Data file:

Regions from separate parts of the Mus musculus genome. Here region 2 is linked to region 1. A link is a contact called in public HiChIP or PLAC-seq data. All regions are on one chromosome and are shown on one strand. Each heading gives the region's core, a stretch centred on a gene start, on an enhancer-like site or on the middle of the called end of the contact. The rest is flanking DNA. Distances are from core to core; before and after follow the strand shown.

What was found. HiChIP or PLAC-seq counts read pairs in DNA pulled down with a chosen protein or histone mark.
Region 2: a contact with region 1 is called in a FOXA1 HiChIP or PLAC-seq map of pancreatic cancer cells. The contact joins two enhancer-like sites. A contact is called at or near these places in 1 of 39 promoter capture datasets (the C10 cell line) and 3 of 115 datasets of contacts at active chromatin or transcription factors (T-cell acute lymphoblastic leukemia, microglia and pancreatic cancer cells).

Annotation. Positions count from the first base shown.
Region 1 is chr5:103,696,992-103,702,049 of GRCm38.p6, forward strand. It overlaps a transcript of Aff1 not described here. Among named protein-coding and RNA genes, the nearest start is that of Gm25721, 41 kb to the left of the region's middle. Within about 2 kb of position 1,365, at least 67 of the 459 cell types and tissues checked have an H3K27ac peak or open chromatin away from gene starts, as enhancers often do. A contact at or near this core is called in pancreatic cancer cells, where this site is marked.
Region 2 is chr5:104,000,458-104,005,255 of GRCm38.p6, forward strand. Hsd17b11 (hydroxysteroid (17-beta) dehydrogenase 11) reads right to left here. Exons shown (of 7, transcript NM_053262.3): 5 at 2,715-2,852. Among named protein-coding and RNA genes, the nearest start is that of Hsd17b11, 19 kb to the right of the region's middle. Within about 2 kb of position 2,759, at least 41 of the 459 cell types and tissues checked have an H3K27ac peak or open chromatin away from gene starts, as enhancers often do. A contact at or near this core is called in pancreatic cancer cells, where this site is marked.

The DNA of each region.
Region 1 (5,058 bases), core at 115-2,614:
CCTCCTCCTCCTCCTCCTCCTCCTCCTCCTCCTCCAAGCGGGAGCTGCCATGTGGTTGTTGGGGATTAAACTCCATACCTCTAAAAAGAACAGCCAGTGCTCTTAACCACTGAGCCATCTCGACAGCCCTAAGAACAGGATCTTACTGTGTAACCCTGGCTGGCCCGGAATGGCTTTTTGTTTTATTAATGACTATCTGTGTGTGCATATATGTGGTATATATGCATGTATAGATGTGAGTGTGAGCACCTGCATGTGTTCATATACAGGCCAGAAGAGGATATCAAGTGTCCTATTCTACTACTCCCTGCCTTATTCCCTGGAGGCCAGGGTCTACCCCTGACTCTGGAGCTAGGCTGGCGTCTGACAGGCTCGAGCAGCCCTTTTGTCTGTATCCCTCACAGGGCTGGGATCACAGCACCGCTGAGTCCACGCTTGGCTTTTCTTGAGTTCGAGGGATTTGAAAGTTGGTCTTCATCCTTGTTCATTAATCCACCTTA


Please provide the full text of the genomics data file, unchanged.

Regions from separate parts of the Mus musculus genome. Here region 2 is linked to region 1. A link is a contact called in public HiChIP or PLAC-seq data. All regions are on one chromosome and are shown on one strand. Each heading gives the region's core, a stretch centred on a gene start, on an enhancer-like site or on the middle of the called end of the contact. The rest is flanking DNA. Distances are from core to core; before and after follow the strand shown.

What was found. HiChIP or PLAC-seq counts read pairs in DNA pulled down with a chosen protein or histone mark.
Region 2: a contact with region 1 is called in a FOXA1 HiChIP or PLAC-seq map of pancreatic cancer cells. The contact joins two enhancer-like sites. A contact is called at or near these places in 1 of 39 promoter capture datasets (the C10 cell line) and 3 of 115 datasets of contacts at active chromatin or transcription factors (T-cell acute lymphoblastic leukemia, microglia and pancreatic cancer cells).

Annotation. Positions count from the first base shown.
Region 1 is chr5:103,696,992-103,702,049 of GRCm38.p6, forward strand. It overlaps a transcript of Aff1 not described here. Among named protein-coding and RNA genes, the nearest start is that of Gm25721, 41 kb to the left of the region's middle. Within about 2 kb of position 1,365, at least 67 of the 459 cell types and tissues checked have an H3K27ac peak or open chromatin away from gene starts, as enhancers often do. A contact at or near this core is called in pancreatic cancer cells, where this site is marked.
Region 2 is chr5:104,000,458-104,005,255 of GRCm38.p6, forward strand. Hsd17b11 (hydroxysteroid (17-beta) dehydrogenase 11) reads right to left here. Exons shown (of 7, transcript NM_053262.3): 5 at 2,715-2,852. Among named protein-coding and RNA genes, the nearest start is that of Hsd17b11, 19 kb to the right of the region's middle. Within about 2 kb of position 2,759, at least 41 of the 459 cell types and tissues checked have an H3K27ac peak or open chromatin away from gene starts, as enhancers often do. A contact at or near this core is called in pancreatic cancer cells, where this site is marked.

The DNA of each region.
Region 1 (5,058 bases), core at 115-2,614:
CCTCCTCCTCCTCCTCCTCCTCCTCCTCCTCCTCCAAGCGGGAGCTGCCATGTGGTTGTTGGGGATTAAACTCCATACCTCTAAAAAGAACAGCCAGTGCTCTTAACCACTGAGCCATCTCGACAGCCCTAAGAACAGGATCTTACTGTGTAACCCTGGCTGGCCCGGAATGGCTTTTTGTTTTATTAATGACTATCTGTGTGTGCATATATGTGGTATATATGCATGTATAGATGTGAGTGTGAGCACCTGCATGTGTTCATATACAGGCCAGAAGAGGATATCAAGTGTCCTATTCTACTACTCCCTGCCTTATTCCCTGGAGGCCAGGGTCTACCCCTGACTCTGGAGCTAGGCTGGCGTCTGACAGGCTCGAGCAGCCCTTTTGTCTGTATCCCTCACAGGGCTGGGATCACAGCACCGCTGAGTCCACGCTTGGCTTTTCTTGAGTTCGAGGGATTTGAAAGTTGGTCTTCATCCTTGTTCATTAATCCACCTTA